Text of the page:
Famous Poles

Famous Poles
(and those of Polish descent)

General Casimir Pulaski (1747-1779) – Commander and defender against the Russians. He led a group in General George Washington’s army during the American War of Independence. The Pulaski Monument is at South Division and Main streets (adjacent to the Ellicott Square Building).

Chopin was a composer and pianist who wrote his first composition when he was 7 years old. At the age of 8 he mastered the piano and performed for the public. The Chopin Monument was originally located in front of the Buffalo Museum of Science but now stands in front of Kleinhan’s Music Hall.

John Paul II (1920-2005) – Probably the most famous Pole ever, Pope John Paul II was born in Wadowice, Poland. He was the first non-Italian pope in almost 500 years.

ohn of Kolno – a polish sailor is said to have been in the service of the King of Denmark and reached the American coast in 1476, 16 years before Columbus
Jan Heweliusz – Polish 17th- century astronomer from Gdansk, who studied comets, catalogued the stars, and created some of the first accurate maps of the moon’s surface.
Tadeusz Kosciuszko – came to America to aid in the cause of freedom during the Revolutionary War. George Washington called him “a gentleman of science and merit.” Before returning to Poland in 1784, he helped found West Point Military Academy.

James Sadowski – was a pioneer backwoodsman. His ventures included laying out the present site of Louisville and Harrodsburg, Kentucky in 1774., and camping on the site of what is now Cincinnati, Oh. Sandusky, OH is named for this famous pioneer family.
Helena Modjeska – was considered one of the greatest dramatic Shakespearean actresses of the day in the laet 19th Century. A native of Poland, her American career lasted 28 years. Her farewell testimonial in 1905 was held at the Metropolitan Opera House.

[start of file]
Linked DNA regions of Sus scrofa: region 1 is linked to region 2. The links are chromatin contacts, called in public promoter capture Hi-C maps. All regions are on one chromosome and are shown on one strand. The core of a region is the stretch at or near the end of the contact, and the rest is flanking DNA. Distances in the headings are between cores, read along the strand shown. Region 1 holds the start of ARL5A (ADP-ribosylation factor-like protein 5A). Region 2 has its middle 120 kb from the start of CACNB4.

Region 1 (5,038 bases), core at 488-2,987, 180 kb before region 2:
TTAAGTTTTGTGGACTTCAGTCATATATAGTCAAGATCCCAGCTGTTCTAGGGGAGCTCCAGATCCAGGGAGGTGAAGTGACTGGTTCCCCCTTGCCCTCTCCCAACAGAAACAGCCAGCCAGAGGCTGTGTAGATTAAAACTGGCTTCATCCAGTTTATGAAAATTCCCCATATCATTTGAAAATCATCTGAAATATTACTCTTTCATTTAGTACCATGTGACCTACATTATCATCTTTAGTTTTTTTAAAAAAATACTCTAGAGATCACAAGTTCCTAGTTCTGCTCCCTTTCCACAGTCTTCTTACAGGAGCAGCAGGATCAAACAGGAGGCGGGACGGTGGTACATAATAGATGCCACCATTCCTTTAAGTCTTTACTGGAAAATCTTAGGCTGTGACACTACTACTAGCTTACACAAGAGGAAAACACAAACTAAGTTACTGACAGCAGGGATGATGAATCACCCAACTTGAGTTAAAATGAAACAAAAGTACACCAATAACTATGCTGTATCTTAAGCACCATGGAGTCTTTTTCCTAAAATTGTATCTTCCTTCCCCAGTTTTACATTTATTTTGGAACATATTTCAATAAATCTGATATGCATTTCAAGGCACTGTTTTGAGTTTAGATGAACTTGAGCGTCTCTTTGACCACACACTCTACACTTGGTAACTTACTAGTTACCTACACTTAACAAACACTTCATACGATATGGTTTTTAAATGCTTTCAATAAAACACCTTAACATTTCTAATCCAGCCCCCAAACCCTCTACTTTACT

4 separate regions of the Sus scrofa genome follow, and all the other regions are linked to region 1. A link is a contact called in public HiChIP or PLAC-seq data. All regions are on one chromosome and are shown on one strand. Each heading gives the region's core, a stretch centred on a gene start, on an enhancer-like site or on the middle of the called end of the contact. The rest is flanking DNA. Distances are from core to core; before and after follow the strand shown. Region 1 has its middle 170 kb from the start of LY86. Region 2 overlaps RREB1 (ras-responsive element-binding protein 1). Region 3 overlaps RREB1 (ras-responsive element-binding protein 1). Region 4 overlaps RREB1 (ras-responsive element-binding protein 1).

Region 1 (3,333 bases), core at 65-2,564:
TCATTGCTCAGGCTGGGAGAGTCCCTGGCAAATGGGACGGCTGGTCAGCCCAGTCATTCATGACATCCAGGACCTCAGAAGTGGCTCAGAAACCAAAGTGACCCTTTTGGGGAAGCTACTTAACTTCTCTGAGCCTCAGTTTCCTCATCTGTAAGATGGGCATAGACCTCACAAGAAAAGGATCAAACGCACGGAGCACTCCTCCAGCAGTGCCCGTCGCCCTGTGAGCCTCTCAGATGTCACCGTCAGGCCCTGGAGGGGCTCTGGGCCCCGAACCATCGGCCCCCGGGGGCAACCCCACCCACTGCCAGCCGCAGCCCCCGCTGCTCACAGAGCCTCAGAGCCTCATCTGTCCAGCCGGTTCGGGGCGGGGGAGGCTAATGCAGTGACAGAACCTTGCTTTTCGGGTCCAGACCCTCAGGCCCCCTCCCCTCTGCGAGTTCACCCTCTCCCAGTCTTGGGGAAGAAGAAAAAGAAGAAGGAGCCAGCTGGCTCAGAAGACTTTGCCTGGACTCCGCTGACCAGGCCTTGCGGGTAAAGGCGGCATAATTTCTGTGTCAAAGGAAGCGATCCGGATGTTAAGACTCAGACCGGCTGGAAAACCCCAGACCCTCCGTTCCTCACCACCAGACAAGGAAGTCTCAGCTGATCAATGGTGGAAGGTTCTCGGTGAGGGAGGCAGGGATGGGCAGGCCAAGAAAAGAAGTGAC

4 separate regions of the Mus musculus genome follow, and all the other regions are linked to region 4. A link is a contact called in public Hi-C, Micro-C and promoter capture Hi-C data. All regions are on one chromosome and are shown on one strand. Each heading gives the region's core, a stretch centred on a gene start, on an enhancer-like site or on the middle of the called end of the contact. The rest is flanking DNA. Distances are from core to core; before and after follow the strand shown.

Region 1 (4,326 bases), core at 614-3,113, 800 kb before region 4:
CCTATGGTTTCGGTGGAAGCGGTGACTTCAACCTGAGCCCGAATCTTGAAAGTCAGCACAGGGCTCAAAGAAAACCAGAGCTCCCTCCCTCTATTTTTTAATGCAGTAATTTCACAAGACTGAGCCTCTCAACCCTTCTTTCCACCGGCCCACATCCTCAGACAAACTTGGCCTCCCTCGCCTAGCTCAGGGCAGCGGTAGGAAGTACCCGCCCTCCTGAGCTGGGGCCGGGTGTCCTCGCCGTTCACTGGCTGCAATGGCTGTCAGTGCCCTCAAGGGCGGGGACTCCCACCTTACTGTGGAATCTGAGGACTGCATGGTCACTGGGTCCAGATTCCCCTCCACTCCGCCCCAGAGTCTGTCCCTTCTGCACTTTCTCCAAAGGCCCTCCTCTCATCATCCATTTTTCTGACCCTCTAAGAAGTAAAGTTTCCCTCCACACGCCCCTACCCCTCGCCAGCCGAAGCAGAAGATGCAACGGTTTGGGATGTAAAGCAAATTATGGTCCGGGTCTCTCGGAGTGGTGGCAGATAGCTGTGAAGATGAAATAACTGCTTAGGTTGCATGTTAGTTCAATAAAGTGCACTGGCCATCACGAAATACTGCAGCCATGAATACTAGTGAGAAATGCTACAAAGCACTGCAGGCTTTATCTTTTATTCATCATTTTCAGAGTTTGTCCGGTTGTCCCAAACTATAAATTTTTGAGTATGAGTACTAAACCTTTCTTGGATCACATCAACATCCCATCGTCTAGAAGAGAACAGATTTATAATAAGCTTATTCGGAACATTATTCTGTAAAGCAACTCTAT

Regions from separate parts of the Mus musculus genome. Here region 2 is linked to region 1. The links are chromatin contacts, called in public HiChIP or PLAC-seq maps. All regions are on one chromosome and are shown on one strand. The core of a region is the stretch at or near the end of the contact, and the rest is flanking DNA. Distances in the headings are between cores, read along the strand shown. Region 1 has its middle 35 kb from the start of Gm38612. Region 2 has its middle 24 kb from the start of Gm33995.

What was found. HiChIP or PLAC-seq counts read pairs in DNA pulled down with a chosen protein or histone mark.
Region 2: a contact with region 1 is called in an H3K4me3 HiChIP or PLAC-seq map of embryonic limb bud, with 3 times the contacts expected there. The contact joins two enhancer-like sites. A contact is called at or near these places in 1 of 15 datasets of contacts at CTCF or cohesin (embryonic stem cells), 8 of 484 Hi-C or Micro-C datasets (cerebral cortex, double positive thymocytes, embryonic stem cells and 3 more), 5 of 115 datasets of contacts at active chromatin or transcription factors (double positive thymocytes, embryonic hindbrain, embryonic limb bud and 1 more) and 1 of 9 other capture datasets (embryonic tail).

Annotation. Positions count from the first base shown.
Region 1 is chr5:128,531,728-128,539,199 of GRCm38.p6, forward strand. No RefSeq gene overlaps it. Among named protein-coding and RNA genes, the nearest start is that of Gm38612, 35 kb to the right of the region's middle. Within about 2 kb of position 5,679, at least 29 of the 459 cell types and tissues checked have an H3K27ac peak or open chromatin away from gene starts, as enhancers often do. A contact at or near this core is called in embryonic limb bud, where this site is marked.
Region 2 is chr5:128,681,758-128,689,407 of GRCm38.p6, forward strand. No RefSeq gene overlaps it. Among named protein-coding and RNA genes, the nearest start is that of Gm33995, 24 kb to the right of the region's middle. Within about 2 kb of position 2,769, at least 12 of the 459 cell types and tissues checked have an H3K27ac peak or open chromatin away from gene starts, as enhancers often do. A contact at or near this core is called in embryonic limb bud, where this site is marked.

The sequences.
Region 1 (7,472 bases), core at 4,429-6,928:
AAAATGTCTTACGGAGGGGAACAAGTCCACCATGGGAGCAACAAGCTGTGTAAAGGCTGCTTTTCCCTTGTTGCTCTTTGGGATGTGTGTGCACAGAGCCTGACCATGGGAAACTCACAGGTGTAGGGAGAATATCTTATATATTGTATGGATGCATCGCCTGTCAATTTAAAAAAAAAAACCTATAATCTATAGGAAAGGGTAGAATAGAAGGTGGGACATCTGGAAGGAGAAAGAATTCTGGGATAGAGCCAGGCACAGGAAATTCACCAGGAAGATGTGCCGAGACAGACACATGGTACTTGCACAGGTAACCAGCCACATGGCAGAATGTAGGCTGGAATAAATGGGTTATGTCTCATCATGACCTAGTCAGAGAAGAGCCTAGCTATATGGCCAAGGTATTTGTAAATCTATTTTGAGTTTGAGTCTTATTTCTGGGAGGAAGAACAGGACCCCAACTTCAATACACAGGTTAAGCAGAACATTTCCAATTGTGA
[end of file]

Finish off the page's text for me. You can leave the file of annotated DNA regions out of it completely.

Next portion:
Mother Angela Truszkowska – founded the Felician Sisters in Kalisz, Poland. The order began in 1855 as an orphanage. In 1874 Mother Angela came to the U.S. and teach in the parochial schools here by sending five sisters to work among Polish immigrants in America.

I. Paderewski – was a statesman as well as a concert pianist. During World Wars I and II he frequently worked for Poland’s Independence. Through the efforts of his friend, President Woodrow Wilson, in a document known as the Fourteen Points, the independent Polish State with free access to the seas was called to be restored.
Henryk Arctowski – A Polish scientist, oceanographer and explorerof the Antarctic. His name has been given to a phenomenon of a rainbow in the shape of a halo that forms around the sun as light is refracted through ice crystals in the atmosphere.
John Cardinal Krol – was appointed archbishop of Philadelphia in 1961 and was raised to the office of Cardinal in 1967. In 1976 he was host to the 41st International Eucharistic Convention in Philadelphia.A

Bobby Vinton – born near Pittsburgh, Pennsylvania. He studied music as a boy and bcame a popular entertainer during the 60’s. He achieved super stardom in the 70’s with his hit record, “My Melody of Love.” Polish Americans acknowledge their approval of this tune, named Bobby Vinton the “Polish Prince.”
Loretta Swit – played Major “Hotlips” Hoolihan on the lung-running award winning TV series, M.A.S.H A native of Passaic, NJ, she has made theatrical features and films for TV and appeared on Broadway as well.
National Polish-American Sports Hall of Fame is located in Dombrowski Field House at the Orchard Lake Schools Complex in Orchard Lake, MI. Members include Stan Musial (baseball), Ted Kluszewski )Baseball); Ed (Tryanski) Tyson (softball), Stella (Walasiewicz) Walsh (track and field), Al (Szymanski) Simmons (baseball), Alex Wojciechowicz (Football), Tony (Zaleski) Zale (boxing), Stan (Kowalewski) Coveleski (Baseball), John (Krzyminski) Crimmins (Bowling), Ted Marchibroda (football), Tom Gola (basketball) and Bill Osmanski (football).
Marian Owczarski – a native of Poland, is a gifted and innovative contemporary artist who specializes in stainless steel sculpture. His works have been shown and appreciated worldwide. Some of his sculptures are not a permanent part of the Vatican Museum, Cranbrook Institute and the Shrine of the North American Martyrs. Currently he is artist in residence at St. Mary’s College, Orchard Lake, MI.